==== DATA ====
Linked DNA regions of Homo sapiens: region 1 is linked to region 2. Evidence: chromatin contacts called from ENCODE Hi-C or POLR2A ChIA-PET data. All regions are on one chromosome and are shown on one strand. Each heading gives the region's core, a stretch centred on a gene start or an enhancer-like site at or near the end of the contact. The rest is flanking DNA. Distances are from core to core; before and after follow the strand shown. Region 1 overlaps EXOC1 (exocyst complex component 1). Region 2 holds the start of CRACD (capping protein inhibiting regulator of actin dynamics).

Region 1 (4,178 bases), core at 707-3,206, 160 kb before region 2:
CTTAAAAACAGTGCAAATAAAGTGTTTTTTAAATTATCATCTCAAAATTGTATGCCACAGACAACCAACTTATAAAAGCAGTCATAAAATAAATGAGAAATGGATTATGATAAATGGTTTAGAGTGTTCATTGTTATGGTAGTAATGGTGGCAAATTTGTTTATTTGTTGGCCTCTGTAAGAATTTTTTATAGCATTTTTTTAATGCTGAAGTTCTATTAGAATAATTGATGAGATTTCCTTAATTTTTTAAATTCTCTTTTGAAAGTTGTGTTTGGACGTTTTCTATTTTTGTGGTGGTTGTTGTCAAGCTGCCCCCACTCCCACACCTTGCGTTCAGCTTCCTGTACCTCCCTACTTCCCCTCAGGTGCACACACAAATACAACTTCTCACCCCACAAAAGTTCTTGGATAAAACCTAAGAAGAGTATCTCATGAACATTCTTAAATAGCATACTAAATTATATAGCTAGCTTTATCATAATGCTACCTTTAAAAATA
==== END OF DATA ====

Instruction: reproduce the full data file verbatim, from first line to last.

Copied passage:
Linked DNA regions of Homo sapiens: region 1 is linked to region 2. Evidence: chromatin contacts called from ENCODE Hi-C or POLR2A ChIA-PET data. All regions are on one chromosome and are shown on one strand. Each heading gives the region's core, a stretch centred on a gene start or an enhancer-like site at or near the end of the contact. The rest is flanking DNA. Distances are from core to core; before and after follow the strand shown. Region 1 overlaps EXOC1 (exocyst complex component 1). Region 2 holds the start of CRACD (capping protein inhibiting regulator of actin dynamics).

Region 1 (4,178 bases), core at 707-3,206, 160 kb before region 2:
CTTAAAAACAGTGCAAATAAAGTGTTTTTTAAATTATCATCTCAAAATTGTATGCCACAGACAACCAACTTATAAAAGCAGTCATAAAATAAATGAGAAATGGATTATGATAAATGGTTTAGAGTGTTCATTGTTATGGTAGTAATGGTGGCAAATTTGTTTATTTGTTGGCCTCTGTAAGAATTTTTTATAGCATTTTTTTAATGCTGAAGTTCTATTAGAATAATTGATGAGATTTCCTTAATTTTTTAAATTCTCTTTTGAAAGTTGTGTTTGGACGTTTTCTATTTTTGTGGTGGTTGTTGTCAAGCTGCCCCCACTCCCACACCTTGCGTTCAGCTTCCTGTACCTCCCTACTTCCCCTCAGGTGCACACACAAATACAACTTCTCACCCCACAAAAGTTCTTGGATAAAACCTAAGAAGAGTATCTCATGAACATTCTTAAATAGCATACTAAATTATATAGCTAGCTTTATCATAATGCTACCTTTAAAAATA